Remotely controlled robot designed for research and cleaning up the damaged reactor at the Japanese nuclear station “Fukushima-1” had to urgently evacuate after its navigation camera dramatically darkened because of the impact of incredibly powerful radiation levels.
The failure of the mission suggests that the background radiation inside the reactor of the station is much higher than reported last week. In addition, it means that even robots need a lot of time in order to deal with this mess.
Last week, it was reported that the existing behind the protective shell of the reactor No. 2 level of radiation has reached catastrophic 530 SV/h – enough to kill a human in just a few seconds. However, some officials from the Japanese government challenged this testimony, as Tokyo Electric Power Holding Company (TEPCO), a company engaged in the rubble at the “Fukushima-1” was used for these purposes, the front-end camera of the robot, through which she explores the territory, but has not conducted the necessary measurements directly by using Geiger counters and other radiation monitors.
But as it turned out, the original calculations were even lower than the real picture now. This is due, most likely, so that the robot TEPCO is getting closer to the molten nuclear fuel. Near the accumulations of spent fuel, as a rule, more elevated background radiation.
Recently, remotely controlled robot had to pull out after after a couple of hours of work inside the damaged reactor began to refuse his camera. If you believe the reports TEPCO, the radiation level at that time was about 650 SV/h, which is already at 120 sieverts greater than said records of the last month (although in new reports and indicated a 30 percent error). The robot is designed to operate with accumulated radiation level of 1,000 sieverts, which probably didn’t help his cell, given that just a few hours after starting the job she has failed. This may mean that the molten radioactive fuel has leaked from your tank even during the crash of 2011 and could be somewhere nearby from the last point of stay of the robot.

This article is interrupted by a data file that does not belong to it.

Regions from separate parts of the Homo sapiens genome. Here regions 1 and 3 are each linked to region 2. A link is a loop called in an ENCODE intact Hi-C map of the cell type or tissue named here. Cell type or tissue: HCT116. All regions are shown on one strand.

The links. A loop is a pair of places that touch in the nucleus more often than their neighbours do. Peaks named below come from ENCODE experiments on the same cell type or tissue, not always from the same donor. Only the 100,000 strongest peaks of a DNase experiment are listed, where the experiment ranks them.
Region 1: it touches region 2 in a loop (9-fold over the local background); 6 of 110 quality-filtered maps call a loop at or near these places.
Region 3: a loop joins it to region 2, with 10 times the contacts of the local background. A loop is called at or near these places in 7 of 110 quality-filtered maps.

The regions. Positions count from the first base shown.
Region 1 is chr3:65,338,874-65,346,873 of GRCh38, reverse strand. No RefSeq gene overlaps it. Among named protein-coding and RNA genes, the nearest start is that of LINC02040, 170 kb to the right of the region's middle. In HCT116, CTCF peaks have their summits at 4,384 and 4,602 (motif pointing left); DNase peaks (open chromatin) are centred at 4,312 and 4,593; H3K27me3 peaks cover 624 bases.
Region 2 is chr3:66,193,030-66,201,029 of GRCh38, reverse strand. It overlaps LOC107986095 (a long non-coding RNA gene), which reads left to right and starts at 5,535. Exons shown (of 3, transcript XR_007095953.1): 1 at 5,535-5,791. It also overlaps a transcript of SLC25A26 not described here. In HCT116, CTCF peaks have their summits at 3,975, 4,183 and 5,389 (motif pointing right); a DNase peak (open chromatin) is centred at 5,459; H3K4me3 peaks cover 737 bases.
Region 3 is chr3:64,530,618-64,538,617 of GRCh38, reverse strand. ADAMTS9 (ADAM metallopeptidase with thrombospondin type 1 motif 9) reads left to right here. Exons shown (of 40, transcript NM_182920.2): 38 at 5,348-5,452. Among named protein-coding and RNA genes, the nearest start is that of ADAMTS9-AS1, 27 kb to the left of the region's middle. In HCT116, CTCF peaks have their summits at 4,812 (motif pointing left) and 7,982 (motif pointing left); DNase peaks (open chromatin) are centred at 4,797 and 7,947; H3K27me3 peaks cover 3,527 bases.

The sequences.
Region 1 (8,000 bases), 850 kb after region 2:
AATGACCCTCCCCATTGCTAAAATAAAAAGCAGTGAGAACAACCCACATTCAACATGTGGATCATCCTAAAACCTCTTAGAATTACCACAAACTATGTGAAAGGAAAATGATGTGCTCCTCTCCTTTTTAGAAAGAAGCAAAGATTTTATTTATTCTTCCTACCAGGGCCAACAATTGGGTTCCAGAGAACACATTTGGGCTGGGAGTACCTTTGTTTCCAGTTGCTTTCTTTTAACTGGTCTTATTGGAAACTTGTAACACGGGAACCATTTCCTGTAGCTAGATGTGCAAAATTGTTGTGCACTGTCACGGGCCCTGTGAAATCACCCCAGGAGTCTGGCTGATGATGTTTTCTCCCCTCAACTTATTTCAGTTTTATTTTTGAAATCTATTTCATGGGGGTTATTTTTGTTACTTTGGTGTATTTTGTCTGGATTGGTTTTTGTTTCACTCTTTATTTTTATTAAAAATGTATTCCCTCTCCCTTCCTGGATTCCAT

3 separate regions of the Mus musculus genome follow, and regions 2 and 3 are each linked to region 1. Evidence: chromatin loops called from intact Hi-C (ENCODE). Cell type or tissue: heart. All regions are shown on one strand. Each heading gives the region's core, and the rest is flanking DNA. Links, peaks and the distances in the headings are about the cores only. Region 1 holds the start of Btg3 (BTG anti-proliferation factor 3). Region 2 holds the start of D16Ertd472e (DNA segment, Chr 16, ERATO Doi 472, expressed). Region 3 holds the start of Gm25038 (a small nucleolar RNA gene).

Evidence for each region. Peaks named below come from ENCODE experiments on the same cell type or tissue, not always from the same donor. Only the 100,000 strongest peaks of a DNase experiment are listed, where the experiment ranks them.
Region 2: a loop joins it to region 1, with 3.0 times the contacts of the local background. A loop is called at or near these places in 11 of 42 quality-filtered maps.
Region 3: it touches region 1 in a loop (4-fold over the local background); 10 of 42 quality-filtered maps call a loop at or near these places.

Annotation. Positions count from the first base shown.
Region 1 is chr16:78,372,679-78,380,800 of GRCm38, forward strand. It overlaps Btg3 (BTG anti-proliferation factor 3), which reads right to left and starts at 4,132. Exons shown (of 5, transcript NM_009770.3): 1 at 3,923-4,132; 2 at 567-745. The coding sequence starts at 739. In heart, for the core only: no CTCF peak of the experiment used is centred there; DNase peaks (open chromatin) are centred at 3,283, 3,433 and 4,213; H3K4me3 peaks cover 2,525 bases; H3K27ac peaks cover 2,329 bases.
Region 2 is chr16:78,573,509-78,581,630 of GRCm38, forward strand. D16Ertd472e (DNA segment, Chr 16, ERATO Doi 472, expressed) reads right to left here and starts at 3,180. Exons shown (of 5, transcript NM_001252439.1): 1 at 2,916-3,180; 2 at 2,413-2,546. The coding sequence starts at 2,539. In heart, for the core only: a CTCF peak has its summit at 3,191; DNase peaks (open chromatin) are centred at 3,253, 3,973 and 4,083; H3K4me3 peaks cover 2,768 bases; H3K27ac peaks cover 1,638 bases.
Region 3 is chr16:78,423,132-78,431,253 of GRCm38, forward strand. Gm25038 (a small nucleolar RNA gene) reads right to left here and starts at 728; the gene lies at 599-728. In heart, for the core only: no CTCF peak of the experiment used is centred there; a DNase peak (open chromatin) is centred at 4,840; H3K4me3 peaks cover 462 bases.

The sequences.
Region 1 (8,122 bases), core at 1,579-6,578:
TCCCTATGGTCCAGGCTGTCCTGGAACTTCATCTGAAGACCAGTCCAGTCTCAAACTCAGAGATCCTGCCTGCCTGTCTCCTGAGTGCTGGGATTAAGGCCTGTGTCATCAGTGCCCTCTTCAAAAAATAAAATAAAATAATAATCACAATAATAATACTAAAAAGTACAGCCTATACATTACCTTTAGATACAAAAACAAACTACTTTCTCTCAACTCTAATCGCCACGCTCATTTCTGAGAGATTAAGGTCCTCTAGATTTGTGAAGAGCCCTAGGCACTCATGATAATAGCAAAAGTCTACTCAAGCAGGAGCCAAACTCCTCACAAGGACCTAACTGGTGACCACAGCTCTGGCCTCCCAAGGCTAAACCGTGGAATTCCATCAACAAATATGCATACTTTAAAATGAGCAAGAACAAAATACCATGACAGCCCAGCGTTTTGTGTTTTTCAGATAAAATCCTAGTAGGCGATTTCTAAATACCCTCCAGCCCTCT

It is important to consider that the radiation is only retained inside the station and, fortunately, does not affect the nearby station regions. In addition, nothing indicates that there is some leakage of radioactive fuel outside the station. The effects of radiation on the air and the nearby ocean is also not marked. In addition, no marked increase in the level of radiation inside the station. Its level in the testimony of TEPCO becomes higher because the robot is approaching to the main source of radiation, i.e. to the radioactive fuel. The previous highest level in 73 SV/h was recorded back in 2012 and at a more remote distance from the epicenter.
A few days ago, TEPCO sent a robot into reactor No. 2 for carrying out the research work and preparing the space for further solution. It was the first time since the earthquake and tsunami that occurred 6 years ago and triggered the catastrophe at the “Fukushima-1” when the robot entered directly in the reactor itself. His task was to clean the thick layer of radioactive debris from melted and hardened pieces of paint and the insulation of cables under the Plenum, which contains the reactor core. TEPCO is trying to clear the way for another robot, which will have to do further work. The second robot, called “Scorpion”, would have to carry out measurements of radiation levels and temperature inside the reactor and to assess the condition of the reactor and the remaining residues of radiation fuel.
However, before this happens, you must clear a passage. The robot, TEPCO, is equipped with a powerful hydrant and brush, to date, been able to clear only part of the journey to the place that company in the future wants to explore. The car was cleared only a few metres of sediment from the burnt debris near the outer part of the skin’s primary protective shell of the reactor, however, to go further could not, as these deposits proved to be too strong for cleaning. Every inch of frosting black-and-gray mass of radioactive fuel, the outer skin and other parts became thicker and thicker. After a couple of hours since the start of the picture received from the camera of the robot, has deteriorated significantly, pointing to the impending catastrophic failure. Its operators had made an emergency decision to halt the mission until they completely lost control of the car.
Now TEPCO is most troubling is that “Scorpion” will not be able to reach the desired point of destination under the skin of the reactor and, like its predecessor, will not be able to work for long time in such conditions (the second robot designed can operate at 1000 sieverts). Extreme radiation levels may force TEPCO to review its strategy of rubble with the use of robots, and shift attention to the radioactive fuel. In General, work on the clearance of radiation is only at the initial stage. The overall level of work may require decades. As long as TEPCO does not establish the exact location of radioactive fuel and does not know the exact status and possible levels of structural damage in each of the three reactors to remove the fuel and eventually to dismantle the station will not work.